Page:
Education

Court considers legality of tickets for school board meetings

Posted February 24, 2011

Wake County Public School System
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— The North Carolina Court of Appeals heard arguments Thursday about a ticket policy established last year by the Wake County Board of Education.

A group of parents and citizens filed suit in May saying that, by requiring tickets to its March 23 meeting, the school board violated a state law that requires public meetings be open.

Citing fire-safety concerns and complaints, the board distributed tickets to the public in advance of its March 23 meeting. The agenda that day featured a controversial vote to move forward with a plan to assign children to schools closer to their homes, and move away from a decade-old policy of busing students so schools across the district are diverse.

Crowds of people both in favor of the policy change and opposed to it had crowded previous meetings at which the issue was discussed. 

Mark Dorosin, the lawyer for the plaintiff, insisted Thursday that the school board should have anticipated the overflow crowd and moved the meeting to a place that could accommodate more people.

A superior court judge dismissed the lawsuit in May, but the group pressed on Thursday, saying their case has merit. "This is one more step in shutting down public opinion," said Judy Pidcock.

schools Appeal: Tickets at Wake school board meetings

Dorosin said the school board made no effort to make it possible for everyone to attend, even though larger venues were available.

"The defendants made that decision, in part, because they wanted to limit the number of members of the public who could attend and witness the meeting," the lawsuit states.

The plaintiffs want the court to require new, clear and consistent procedures be put in place to ensure that all members of the public who want to attend meetings are allowed to do so to effectively participate in the process. 

"Open meetings laws are designed so that the public business is conducted in the open. It's not designed so that each and every member of the public has an absolute, unfettered right to be present in the board room," said Kieran Shanahan, attorney for the school board.

"The media was in there. There was a live stream. So they were doing some things to provide access to the public," a judge pointed out.

"Open meetings says public has a right to attend. It doesn't say that the media can attend, and that will supplant public's right to attend these meetings to observe what's happening and participate in those meetings," said Dorosin.

He pointed specifically to the meeting of the Committee of the Whole, which was held in the smaller board room. Access to that room on March 23 was limited to board members, staff and members of the media.

Dorosin told the judges that if they agreed that streaming video was sufficient, they would set a precedent for public bodies to exclude the public from all meetings.

The Court of Appeals will not rule on the case immediately. Rulings generally take a couple of month.

40 Comments

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  • Enuffalready Feb 24, 2011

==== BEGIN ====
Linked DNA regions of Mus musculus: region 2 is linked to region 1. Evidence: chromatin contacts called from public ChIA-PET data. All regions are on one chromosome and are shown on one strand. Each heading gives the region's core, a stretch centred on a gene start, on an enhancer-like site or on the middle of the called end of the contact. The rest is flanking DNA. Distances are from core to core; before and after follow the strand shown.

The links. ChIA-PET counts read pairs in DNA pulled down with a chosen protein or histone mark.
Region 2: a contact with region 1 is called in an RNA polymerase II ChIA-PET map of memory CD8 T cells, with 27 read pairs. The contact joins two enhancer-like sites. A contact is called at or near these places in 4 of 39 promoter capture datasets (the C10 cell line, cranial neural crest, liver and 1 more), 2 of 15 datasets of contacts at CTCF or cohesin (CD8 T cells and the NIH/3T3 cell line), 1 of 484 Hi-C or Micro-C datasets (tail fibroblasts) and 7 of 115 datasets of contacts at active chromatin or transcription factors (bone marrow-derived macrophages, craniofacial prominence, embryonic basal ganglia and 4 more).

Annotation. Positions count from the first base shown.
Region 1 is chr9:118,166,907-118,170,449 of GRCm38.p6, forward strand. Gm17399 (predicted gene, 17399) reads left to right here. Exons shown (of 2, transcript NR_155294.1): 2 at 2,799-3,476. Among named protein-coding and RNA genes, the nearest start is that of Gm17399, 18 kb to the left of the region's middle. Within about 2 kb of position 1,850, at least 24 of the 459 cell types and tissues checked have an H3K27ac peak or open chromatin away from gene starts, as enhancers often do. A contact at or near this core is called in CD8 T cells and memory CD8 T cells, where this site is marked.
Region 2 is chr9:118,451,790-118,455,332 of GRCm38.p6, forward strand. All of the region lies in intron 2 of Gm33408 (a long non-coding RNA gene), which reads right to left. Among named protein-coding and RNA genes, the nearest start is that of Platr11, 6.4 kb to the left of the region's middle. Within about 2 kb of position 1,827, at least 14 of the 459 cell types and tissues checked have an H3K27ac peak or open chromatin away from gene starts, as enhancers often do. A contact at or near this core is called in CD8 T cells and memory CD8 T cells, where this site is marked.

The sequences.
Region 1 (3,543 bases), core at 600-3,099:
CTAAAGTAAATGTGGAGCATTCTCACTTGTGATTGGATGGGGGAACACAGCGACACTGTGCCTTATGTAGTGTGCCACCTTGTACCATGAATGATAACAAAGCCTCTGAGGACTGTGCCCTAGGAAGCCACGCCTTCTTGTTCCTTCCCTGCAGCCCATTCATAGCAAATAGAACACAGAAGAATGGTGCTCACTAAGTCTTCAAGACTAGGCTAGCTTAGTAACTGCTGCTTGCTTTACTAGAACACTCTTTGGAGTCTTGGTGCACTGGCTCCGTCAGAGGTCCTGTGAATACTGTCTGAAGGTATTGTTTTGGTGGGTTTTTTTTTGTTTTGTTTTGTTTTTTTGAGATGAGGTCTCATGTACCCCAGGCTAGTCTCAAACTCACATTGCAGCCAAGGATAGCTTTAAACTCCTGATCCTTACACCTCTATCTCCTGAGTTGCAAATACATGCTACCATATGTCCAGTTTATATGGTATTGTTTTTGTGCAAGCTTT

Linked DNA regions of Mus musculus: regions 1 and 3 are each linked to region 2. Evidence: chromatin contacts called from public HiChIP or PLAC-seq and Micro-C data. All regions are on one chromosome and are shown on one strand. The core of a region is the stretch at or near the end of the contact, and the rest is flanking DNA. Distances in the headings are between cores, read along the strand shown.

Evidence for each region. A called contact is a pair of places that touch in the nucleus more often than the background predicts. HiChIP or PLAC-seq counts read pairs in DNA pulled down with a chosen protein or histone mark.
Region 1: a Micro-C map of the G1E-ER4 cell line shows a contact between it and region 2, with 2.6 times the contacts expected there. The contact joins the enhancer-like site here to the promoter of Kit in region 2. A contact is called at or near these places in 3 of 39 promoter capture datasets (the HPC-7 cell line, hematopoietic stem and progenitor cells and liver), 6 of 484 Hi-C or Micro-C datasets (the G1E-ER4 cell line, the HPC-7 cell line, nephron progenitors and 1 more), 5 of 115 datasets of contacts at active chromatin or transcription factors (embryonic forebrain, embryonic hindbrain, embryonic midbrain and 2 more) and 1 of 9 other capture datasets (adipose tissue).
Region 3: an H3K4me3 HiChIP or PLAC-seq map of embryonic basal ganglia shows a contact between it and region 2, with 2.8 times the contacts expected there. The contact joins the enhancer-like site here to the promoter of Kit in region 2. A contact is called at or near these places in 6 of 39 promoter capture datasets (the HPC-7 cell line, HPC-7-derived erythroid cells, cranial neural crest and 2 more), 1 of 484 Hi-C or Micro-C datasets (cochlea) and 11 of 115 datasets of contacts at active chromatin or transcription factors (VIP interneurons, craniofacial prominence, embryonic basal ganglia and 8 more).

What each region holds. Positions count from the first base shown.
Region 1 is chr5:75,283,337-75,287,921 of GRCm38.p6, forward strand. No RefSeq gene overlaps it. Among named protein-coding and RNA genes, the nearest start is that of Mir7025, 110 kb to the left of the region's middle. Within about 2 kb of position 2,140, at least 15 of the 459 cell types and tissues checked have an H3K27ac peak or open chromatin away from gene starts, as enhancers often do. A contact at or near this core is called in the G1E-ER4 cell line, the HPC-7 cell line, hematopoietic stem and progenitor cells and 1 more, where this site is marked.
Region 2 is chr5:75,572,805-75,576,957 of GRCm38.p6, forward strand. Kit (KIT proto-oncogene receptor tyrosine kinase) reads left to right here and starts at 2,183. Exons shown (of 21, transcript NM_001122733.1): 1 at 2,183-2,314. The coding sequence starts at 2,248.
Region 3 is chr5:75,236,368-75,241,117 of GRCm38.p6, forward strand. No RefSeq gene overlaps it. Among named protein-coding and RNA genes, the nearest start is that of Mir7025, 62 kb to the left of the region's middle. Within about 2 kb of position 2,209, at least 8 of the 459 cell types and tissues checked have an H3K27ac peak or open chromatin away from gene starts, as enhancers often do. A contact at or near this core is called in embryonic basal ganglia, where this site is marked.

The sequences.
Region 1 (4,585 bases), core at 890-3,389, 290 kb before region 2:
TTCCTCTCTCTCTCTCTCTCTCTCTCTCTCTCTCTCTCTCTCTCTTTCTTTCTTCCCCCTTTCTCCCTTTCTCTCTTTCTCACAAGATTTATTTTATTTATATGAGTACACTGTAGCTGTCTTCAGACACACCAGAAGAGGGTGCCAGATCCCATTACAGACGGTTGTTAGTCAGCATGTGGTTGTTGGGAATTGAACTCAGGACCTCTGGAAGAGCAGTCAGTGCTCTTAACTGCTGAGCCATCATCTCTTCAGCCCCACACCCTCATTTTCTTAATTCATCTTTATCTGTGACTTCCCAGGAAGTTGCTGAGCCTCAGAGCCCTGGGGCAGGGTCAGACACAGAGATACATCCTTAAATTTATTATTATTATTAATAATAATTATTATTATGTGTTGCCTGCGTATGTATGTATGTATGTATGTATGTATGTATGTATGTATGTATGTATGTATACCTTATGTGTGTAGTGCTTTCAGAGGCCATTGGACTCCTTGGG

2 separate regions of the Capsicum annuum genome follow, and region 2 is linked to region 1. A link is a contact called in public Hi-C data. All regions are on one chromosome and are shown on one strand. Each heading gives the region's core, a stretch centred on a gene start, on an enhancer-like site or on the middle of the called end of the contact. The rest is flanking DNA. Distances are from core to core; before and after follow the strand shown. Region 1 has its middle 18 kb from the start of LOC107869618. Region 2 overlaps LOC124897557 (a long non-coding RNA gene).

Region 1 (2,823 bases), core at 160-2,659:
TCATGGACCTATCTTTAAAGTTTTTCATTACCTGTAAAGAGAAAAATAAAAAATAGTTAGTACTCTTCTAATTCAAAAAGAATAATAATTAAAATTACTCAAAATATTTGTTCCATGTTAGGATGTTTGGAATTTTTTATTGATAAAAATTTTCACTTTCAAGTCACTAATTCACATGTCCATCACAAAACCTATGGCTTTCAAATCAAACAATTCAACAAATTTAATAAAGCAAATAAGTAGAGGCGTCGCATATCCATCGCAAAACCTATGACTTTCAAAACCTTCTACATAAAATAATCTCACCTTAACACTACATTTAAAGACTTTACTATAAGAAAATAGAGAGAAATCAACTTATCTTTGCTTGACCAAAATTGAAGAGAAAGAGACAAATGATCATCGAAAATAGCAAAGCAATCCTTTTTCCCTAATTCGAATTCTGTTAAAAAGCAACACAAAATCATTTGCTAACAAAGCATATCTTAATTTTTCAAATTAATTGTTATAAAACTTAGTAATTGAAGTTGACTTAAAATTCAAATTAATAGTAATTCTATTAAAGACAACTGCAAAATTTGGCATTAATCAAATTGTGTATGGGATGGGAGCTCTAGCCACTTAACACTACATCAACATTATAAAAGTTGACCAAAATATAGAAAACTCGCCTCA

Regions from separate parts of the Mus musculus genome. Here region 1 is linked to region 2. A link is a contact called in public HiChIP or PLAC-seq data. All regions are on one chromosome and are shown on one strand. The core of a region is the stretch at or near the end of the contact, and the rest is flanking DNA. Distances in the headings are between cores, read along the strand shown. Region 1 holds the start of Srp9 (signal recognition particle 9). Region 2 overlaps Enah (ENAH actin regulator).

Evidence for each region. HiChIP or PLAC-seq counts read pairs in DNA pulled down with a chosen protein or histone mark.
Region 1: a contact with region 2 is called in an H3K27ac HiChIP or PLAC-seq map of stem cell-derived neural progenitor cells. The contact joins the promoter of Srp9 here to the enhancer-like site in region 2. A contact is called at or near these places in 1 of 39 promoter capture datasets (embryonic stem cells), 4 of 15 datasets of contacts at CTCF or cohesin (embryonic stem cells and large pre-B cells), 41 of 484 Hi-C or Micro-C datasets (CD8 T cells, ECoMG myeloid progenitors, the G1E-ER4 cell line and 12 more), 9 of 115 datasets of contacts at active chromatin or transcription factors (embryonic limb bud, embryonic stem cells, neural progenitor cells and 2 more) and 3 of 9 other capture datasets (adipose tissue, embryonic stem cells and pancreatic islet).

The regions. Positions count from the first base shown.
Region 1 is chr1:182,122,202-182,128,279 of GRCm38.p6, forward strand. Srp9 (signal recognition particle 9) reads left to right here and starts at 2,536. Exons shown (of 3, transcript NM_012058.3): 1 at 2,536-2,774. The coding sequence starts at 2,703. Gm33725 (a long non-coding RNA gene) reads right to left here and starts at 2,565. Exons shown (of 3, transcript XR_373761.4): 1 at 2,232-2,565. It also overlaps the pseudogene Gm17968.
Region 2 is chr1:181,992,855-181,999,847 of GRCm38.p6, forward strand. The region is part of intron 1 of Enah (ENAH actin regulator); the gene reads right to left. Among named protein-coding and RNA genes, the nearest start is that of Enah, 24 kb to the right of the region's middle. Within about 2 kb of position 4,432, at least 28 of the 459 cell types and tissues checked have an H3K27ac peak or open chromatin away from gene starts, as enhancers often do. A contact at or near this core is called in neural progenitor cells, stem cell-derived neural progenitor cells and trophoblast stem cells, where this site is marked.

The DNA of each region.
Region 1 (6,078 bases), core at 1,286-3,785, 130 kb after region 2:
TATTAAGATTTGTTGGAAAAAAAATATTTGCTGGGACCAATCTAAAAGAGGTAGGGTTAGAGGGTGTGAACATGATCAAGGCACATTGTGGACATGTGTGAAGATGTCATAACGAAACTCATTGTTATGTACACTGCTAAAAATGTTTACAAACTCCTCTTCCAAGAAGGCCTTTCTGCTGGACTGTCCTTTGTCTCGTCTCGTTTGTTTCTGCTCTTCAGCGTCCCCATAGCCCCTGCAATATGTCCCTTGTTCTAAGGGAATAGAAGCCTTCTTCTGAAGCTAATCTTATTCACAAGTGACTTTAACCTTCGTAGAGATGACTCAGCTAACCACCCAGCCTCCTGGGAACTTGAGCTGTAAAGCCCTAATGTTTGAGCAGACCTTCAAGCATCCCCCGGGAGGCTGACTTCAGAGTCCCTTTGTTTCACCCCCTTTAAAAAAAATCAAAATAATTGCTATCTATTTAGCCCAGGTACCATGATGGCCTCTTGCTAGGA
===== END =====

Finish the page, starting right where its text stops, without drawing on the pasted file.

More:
Only three out of the 16 people arrested at the prior board meeting were from Wake County. The others have no vote. Why then should we have to incur any costs to accommodate? In fact the Wake County citizens that believe they have not been heard, should support a rule to exclude NON-residents from the school board meeting.

  • james27613 Feb 24, 2011

    I watched it on the live feed, it was open to the public.

    Perhaps next time they should rent out RBC Center?

    "The media was in there. There was a live stream. So they were doing some things to provide access to the public," a judge pointed out.

  • oleguy Feb 24, 2011

    Cry Babies, the Lot

  • injameswetrust2003 Feb 24, 2011

    These people are grasping at straws. The real reason for this lawsuit is the liberal school board members either quit or were soundly voted out in 2009. The people have spoken. Forward!

  • ncspamfish Feb 24, 2011

    if 5,000 are slated to show up, what does the wcpss do? rent an outdoor stadium?

    allow people in the room til its full. everyone else has to stay outside.

  • oldrebel Feb 24, 2011

    I have to agree with the sentiment expressed earlier...No tickets. Just allow people in as they arrive until the fire marshall say's capacity is reached.

  • boingc Feb 24, 2011

    If your arguement is that you need to have a kid to attend the school board meetings that's fine -- that just means Tedesco can't attend!

  • roberttt42 Feb 24, 2011

    TOO MANY CHIEFS...and NOT ENOUGH INDIANS! What a waste of time and money!

  • vjayd Feb 24, 2011

    I am curious to know how the tickets were distributed. How many were there? If even one ticket was held back to be given to a specified purpose, then the argument for tickets is without merit and the open meetings law has been violated. This begs the question because if space was the consideration , then why not just let folks in until the fire marshalls say enough? Having watched that hearing on tv and seeing some of the pro-majority speakers, I am guessing that tickets were held back to assure that they got an opportunity to speak. (Referring to certain pro majority board speakers who would not "dare" stand in a line with "certain people".

  • harmstrong4 Feb 24, 2011

    bunch of cry babies. gonna take their ball and go home. probably cannot even pay their bills but can pay some attorney a wad of money to prove nothing.

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